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EWilloughby's avatar



Kulindadromeus was a basal neornithischian dinosaur from the middle to late Jurassic of Russia. Its several specimens exhibit beautifully-preserved feather-like integument, indicating that in life, this animal was covered in several types of shaggy, filamentous feathers, including a branching type not unlike the stage 3 feathers known from theropods. This beautiful little animal was a meter-and-a-half long bipedal runner that was probably on the menu of other, larger feathered dinosaurs.

Kulindadromeus is important to our understanding of the evolution of feathers in dinosaurs because it's the clearest evidence we have yet that feather-like structures in non-theropod archosaurs are most probably homologous to those found in theropods, including birds, and that this means the origin of feathers may have been much further back in deep time than previously thought.

Along with Zanabazar and the standoff between Archaeopteryx and Aurornis, this illustration was recently published in the 7 December 2014 issue of Nature.

Gouache on artboard, approximately 8" by 12". Original is for sale on my Etsy shop!

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© 2014 - 2021 EWilloughby
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Batterymaster's avatar
Interestingly, the filaments also grow off scale-like base plates. It's very bizarre.
Charlott-A's avatar
It’s both beautiful and cute at the same time, I absolutely love your work
tigris115's avatar
On average, how long does one of these take?
Thatdude450AU's avatar
perfect i wish these were still here today the just look so birdlike which is understandable due to bird evolving from avian dinosaurs
diebruder's avatar
que extraño y curioso animal
Terizinosaurus's avatar
it is fantastic job !:)
grisador's avatar
İts tail looks so similiar to Rats; very similiar
Gogosardina's avatar
Gaaa.. this is so much more pleasing that the reconstruction in the actual paper.
Nazrindi's avatar
Actually Emily, nevermind my previous critique on the fluffiness of the limbs. I had a discussion with Tomozaurus about this, and even though the authors consider the possibility that the ones on the humerus could be feathers arising out of scales, it doesn't seem very likely IMO anymore considering that they'd just be on the humerus and nowhere else. Probably just an artifact of preservation:…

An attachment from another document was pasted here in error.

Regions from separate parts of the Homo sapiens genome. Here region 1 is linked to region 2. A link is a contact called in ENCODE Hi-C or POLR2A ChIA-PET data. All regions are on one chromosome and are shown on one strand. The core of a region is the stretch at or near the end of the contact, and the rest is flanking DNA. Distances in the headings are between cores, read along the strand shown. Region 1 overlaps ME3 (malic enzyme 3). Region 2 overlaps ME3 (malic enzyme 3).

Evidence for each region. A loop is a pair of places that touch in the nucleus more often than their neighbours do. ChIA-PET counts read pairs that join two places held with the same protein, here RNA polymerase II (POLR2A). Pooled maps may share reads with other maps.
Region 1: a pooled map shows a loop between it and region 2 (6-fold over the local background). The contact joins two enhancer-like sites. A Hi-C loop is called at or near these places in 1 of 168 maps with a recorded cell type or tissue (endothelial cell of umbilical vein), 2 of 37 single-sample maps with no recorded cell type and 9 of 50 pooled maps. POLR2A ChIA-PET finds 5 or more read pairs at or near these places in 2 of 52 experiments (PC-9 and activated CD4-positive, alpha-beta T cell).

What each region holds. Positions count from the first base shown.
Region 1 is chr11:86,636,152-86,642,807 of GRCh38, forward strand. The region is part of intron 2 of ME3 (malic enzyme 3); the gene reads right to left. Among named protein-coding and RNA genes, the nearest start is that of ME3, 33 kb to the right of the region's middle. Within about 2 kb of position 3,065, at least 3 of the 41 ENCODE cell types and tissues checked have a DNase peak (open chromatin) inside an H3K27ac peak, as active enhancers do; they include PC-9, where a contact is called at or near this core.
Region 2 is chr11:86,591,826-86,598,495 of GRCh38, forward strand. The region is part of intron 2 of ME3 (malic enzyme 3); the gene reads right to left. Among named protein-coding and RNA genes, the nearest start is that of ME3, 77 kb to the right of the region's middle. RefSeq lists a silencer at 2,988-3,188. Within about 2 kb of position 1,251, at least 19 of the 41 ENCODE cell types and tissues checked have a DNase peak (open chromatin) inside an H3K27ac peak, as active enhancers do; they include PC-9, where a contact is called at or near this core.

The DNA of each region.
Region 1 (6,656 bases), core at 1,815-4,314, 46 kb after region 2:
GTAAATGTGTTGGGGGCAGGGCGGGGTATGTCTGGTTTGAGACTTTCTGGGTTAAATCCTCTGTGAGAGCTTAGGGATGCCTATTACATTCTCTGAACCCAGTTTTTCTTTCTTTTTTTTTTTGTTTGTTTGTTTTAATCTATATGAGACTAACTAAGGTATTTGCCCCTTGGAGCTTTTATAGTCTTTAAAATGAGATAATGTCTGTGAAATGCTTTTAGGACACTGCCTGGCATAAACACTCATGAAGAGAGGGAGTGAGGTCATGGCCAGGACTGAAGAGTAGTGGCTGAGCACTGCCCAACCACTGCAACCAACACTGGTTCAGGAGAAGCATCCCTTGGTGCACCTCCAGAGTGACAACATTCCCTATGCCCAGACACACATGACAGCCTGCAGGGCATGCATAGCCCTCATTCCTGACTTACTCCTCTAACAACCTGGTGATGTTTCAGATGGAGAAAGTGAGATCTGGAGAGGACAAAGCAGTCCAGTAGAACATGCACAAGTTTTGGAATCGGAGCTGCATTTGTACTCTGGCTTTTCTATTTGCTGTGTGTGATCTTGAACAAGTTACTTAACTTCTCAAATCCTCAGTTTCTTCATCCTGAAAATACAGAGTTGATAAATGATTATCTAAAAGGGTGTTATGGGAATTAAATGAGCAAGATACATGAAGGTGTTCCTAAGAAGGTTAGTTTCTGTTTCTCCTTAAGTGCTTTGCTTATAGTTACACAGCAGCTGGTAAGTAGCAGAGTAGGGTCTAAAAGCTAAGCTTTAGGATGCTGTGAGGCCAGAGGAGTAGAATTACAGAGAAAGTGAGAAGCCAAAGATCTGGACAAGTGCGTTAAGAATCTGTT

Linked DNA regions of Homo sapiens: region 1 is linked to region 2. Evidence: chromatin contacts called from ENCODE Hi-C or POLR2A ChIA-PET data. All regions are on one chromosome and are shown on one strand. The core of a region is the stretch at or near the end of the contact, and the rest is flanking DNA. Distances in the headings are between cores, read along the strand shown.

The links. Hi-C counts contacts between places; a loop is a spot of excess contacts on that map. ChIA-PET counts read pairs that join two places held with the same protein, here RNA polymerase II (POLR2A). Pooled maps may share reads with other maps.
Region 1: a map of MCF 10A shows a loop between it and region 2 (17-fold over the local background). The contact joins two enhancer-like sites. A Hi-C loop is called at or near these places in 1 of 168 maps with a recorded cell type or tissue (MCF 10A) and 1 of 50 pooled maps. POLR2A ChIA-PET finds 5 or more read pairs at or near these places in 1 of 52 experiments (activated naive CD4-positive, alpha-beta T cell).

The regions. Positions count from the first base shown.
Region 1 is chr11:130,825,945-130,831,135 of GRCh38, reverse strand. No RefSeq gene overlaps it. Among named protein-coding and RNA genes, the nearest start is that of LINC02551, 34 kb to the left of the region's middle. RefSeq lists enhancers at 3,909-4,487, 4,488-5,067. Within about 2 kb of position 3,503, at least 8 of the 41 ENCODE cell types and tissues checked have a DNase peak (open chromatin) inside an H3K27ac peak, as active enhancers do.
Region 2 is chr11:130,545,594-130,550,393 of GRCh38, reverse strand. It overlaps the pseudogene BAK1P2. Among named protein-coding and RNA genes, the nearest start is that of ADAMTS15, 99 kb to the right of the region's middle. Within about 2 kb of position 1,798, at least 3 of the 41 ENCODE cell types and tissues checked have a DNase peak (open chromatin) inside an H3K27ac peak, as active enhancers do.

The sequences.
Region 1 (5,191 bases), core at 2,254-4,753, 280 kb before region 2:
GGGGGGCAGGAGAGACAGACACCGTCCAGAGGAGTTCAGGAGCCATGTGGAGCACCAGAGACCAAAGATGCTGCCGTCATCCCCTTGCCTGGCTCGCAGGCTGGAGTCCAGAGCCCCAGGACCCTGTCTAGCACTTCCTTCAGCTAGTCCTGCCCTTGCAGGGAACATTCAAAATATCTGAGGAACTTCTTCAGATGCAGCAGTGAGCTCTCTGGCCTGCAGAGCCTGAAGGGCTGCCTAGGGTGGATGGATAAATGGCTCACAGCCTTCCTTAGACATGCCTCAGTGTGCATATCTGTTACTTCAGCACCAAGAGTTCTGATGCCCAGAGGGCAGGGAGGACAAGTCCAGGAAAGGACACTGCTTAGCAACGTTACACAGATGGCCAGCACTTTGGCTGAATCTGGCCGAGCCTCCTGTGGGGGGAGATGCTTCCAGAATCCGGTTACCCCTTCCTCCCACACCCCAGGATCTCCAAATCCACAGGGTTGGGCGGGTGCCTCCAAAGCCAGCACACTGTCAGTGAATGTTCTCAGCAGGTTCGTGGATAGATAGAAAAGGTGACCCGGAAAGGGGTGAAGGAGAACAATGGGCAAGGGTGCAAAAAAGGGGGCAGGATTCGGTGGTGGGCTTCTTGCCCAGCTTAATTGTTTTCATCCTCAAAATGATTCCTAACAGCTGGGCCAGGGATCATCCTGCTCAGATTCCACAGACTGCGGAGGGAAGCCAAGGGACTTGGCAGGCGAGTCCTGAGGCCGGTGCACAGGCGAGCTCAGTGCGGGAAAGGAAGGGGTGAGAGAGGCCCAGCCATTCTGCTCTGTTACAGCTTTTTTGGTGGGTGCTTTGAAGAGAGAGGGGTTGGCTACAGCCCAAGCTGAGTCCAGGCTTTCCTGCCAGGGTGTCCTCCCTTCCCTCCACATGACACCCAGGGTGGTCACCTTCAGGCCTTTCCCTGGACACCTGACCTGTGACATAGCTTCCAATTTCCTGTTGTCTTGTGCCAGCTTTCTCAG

It looks adorable and I love how you've depicted it. :D
ProcyonNoumer's avatar
I for one am very glad the specimen had most of it tail base preserved decently
vagariraven's avatar
That tail is super cool :o
herofan135's avatar
Love the feathers here, looks cool!
asazieagle's avatar
This dino got me to research dinosaurs more than I have in over a decade trying to figure out where it fits in. I have to say I have been out of the loop for soooooooo long, I was very confused at first.
ImpirrenRyRy's avatar
I'm sure you some ideas about feathered raptors XD
DinoBirdMan's avatar
I'm really like that feathered critter.:)
Traheripteryx's avatar
Finally here on dA! :D
As I already said: Very floofey and cute and nice to see an Ornithischian from you! :)
Tarturus's avatar
Good portrayal. :thumbsup:
LeviBernardo13's avatar
wow expecting a picture of this kind of you. very perfect. thank you
ProcrastinatingStill's avatar
I think it's a bit too early to conclude that the structures on Kulindadromeus are protofeathers. Multiple filaments emerging from a single base plate are not found in any hypothetical feather morphology. 

On an interesting sidenote there were actually two teams working at Kulinda Valley.  Their descriptions of Kulindadromeus' filaments aren't consistent with each other.

Anyway, this is another lovely drawing from you.
You mean the team that stole research and tried to pass it as their own? Yeah, utterly trustworthy scientific practice...

Also, denial is not just a river in Egypt.
ProcrastinatingStill's avatar
Oh and don't accuse me of denial. You're jumping on a bandwagon uncritically. 

Science is about questioning data, not appealing to authority. Questioning data is not denial. It's SCIENCE.
Durbed's avatar
Well. Questioning data without any kind of contrasted evidence in hand isn't really science at all.
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